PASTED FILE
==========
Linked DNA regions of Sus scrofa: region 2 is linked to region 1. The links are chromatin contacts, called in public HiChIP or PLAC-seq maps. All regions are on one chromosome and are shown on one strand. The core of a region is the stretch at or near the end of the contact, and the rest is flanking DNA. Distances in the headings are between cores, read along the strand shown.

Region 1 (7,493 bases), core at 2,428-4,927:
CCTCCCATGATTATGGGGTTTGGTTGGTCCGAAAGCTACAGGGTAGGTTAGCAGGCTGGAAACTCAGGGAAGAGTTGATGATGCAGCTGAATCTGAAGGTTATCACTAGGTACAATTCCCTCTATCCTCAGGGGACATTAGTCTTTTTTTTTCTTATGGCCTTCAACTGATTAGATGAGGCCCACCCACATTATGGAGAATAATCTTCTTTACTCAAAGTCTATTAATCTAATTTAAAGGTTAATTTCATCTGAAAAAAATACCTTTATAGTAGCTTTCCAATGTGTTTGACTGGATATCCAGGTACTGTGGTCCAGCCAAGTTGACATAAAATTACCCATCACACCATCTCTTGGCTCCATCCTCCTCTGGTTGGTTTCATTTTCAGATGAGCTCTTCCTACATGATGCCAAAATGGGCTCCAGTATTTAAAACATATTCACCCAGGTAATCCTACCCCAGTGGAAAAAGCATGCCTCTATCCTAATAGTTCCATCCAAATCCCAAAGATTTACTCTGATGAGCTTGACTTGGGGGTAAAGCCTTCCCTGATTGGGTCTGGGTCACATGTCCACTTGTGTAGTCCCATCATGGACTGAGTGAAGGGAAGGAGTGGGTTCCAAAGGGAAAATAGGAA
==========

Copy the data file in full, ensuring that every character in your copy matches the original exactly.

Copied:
Linked DNA regions of Sus scrofa: region 2 is linked to region 1. The links are chromatin contacts, called in public HiChIP or PLAC-seq maps. All regions are on one chromosome and are shown on one strand. The core of a region is the stretch at or near the end of the contact, and the rest is flanking DNA. Distances in the headings are between cores, read along the strand shown.

Region 1 (7,493 bases), core at 2,428-4,927:
CCTCCCATGATTATGGGGTTTGGTTGGTCCGAAAGCTACAGGGTAGGTTAGCAGGCTGGAAACTCAGGGAAGAGTTGATGATGCAGCTGAATCTGAAGGTTATCACTAGGTACAATTCCCTCTATCCTCAGGGGACATTAGTCTTTTTTTTTCTTATGGCCTTCAACTGATTAGATGAGGCCCACCCACATTATGGAGAATAATCTTCTTTACTCAAAGTCTATTAATCTAATTTAAAGGTTAATTTCATCTGAAAAAAATACCTTTATAGTAGCTTTCCAATGTGTTTGACTGGATATCCAGGTACTGTGGTCCAGCCAAGTTGACATAAAATTACCCATCACACCATCTCTTGGCTCCATCCTCCTCTGGTTGGTTTCATTTTCAGATGAGCTCTTCCTACATGATGCCAAAATGGGCTCCAGTATTTAAAACATATTCACCCAGGTAATCCTACCCCAGTGGAAAAAGCATGCCTCTATCCTAATAGTTCCATCCAAATCCCAAAGATTTACTCTGATGAGCTTGACTTGGGGGTAAAGCCTTCCCTGATTGGGTCTGGGTCACATGTCCACTTGTGTAGTCCCATCATGGACTGAGTGAAGGGAAGGAGTGGGTTCCAAAGGGAAAATAGGAA